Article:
At the encouragement of Maïme Arodin, editor of the influential fashion magazine Jardin des modes, Aghion relinquished her role as the label’s sole designer and began to recruit a number of new talents to carry Chloé forward. These designers included Christiane Bailly, Maxime de la Falaise, Graziella Fontana, Tan Giudicelli, Gérard Pipart, and Michèle Rosier. Of Aghion’s many successful hires, none gained more recognition than Karl Lagerfeld, who began working for the label in 1964. His sense of fantasy and exuberance, as well as his creative reinterpretations of historic styles, soon came to characterize the Chloé brand. His impact was such that he was frequently distinguished as the creator of a certain garment in a way that the other Chloé designers were not (the credit line “Karl Lagerfeld for Chloé” appeared in Vogue Paris as early as 1965).
Gift of Melanie Miller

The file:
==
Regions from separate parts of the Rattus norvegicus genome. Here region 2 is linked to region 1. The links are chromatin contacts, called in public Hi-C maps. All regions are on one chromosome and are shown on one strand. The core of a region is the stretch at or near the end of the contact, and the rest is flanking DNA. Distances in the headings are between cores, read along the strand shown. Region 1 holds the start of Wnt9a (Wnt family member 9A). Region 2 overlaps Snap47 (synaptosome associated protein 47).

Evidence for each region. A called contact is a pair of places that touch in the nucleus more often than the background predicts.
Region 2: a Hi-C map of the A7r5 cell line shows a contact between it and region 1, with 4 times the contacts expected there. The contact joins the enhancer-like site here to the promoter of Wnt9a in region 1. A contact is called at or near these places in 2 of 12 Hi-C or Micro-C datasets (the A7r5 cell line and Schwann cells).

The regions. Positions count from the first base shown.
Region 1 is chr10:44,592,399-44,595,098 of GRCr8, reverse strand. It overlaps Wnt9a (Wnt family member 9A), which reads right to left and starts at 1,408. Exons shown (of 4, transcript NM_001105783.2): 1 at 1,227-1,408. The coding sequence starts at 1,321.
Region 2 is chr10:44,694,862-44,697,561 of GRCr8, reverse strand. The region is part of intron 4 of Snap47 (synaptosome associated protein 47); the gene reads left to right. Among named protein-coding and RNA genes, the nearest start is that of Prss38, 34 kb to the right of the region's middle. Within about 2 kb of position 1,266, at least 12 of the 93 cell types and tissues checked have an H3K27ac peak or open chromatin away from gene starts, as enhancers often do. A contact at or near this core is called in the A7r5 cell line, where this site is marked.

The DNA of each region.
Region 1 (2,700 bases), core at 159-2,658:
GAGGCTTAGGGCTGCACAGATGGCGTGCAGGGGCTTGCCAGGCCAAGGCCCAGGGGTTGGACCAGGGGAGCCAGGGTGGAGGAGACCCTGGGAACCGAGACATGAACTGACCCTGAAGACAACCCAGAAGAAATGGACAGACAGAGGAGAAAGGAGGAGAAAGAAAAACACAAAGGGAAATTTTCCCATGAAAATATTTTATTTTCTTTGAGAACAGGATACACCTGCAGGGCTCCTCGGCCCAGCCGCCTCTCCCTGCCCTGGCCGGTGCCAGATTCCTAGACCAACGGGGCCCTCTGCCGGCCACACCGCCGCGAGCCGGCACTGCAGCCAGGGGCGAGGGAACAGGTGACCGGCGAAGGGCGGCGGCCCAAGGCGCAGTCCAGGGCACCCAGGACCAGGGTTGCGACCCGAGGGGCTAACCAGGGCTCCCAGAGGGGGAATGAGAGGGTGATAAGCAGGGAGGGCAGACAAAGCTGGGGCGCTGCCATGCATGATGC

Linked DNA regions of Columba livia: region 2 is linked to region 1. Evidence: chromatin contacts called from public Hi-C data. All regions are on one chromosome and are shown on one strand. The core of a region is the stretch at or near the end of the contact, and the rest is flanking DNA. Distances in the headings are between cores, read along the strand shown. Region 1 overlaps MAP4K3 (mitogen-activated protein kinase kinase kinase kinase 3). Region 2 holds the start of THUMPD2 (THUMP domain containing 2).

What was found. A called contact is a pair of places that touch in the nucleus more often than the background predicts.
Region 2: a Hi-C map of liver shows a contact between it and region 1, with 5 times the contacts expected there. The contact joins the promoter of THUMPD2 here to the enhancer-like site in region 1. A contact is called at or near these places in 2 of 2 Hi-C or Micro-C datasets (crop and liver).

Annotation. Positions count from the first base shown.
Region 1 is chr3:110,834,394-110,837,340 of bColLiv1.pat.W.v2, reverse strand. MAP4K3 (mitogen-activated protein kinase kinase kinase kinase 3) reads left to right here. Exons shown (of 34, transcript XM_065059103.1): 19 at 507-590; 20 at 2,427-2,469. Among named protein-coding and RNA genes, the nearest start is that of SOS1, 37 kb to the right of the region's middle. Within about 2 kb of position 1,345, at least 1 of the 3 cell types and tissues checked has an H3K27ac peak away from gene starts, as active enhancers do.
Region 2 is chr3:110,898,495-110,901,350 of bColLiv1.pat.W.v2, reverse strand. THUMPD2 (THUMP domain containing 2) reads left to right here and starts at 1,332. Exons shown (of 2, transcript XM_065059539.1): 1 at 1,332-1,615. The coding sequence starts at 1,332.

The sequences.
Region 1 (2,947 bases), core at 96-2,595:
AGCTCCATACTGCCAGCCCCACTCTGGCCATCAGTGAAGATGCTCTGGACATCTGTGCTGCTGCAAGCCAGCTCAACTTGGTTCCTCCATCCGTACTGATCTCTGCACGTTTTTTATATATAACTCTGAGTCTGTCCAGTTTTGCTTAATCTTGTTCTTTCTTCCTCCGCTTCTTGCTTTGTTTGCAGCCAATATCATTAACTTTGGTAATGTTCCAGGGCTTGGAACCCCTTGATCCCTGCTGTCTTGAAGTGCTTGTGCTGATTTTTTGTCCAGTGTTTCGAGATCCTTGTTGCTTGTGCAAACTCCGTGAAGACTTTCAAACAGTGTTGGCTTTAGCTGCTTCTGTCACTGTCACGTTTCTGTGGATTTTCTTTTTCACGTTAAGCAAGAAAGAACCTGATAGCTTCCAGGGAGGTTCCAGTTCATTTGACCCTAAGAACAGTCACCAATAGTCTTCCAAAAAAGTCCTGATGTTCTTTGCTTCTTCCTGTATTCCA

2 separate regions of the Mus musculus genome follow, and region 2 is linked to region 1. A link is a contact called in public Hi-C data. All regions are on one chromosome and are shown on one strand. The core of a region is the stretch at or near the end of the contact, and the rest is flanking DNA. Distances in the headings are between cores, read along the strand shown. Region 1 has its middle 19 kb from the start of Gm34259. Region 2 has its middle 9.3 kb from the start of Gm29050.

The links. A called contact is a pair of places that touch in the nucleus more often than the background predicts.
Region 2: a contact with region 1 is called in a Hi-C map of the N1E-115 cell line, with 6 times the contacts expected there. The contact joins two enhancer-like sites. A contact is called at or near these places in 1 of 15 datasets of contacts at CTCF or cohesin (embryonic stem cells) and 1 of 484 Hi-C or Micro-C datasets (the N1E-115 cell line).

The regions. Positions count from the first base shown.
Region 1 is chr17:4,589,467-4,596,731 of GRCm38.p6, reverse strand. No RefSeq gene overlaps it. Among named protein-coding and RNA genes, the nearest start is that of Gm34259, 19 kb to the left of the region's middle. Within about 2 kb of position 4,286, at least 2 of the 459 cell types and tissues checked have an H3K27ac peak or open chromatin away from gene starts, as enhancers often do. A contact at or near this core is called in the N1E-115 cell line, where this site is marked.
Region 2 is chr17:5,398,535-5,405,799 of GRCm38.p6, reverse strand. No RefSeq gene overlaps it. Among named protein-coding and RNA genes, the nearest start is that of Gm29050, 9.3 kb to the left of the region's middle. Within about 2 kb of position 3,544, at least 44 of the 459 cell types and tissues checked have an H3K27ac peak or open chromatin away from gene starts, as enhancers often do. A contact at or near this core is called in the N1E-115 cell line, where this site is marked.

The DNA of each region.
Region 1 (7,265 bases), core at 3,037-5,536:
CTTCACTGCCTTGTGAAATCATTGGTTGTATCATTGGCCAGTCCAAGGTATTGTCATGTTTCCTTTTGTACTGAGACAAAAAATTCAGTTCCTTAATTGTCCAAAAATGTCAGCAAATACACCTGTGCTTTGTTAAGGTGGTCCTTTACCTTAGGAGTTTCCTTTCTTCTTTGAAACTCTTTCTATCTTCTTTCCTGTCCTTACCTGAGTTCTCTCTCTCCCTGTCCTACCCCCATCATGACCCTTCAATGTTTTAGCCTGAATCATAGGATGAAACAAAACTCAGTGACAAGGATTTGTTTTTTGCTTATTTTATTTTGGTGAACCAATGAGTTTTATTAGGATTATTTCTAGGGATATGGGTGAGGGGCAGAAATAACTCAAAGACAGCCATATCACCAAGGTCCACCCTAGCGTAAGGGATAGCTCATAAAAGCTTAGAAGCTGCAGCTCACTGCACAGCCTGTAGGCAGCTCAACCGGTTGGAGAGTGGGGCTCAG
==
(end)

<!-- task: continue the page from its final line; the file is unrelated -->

This is Lagerfeld’s 1967 “Astoria” dress, which took inspiration from Thomas Malory’s book Le Morte d’Arthur, illustrated by Aubrey Beardsley in 1893. The full-length, high-necked, and long-sleeved design stood out in a period of micro-mini, body-revealing styles, but Lagerfeld’s unique design sensibility is even more evident in the floral motifs hand-painted by Nicole Lefort. The expanse of ivory silk crepe used to make the dress acted as a canvas for an array of colorful, stylized flowers that swirl around the entire garment – so precisely rendered that they look screen-printed, rather than hand-painted. Chloé’s ready-to-wear revolution had truly come into its own.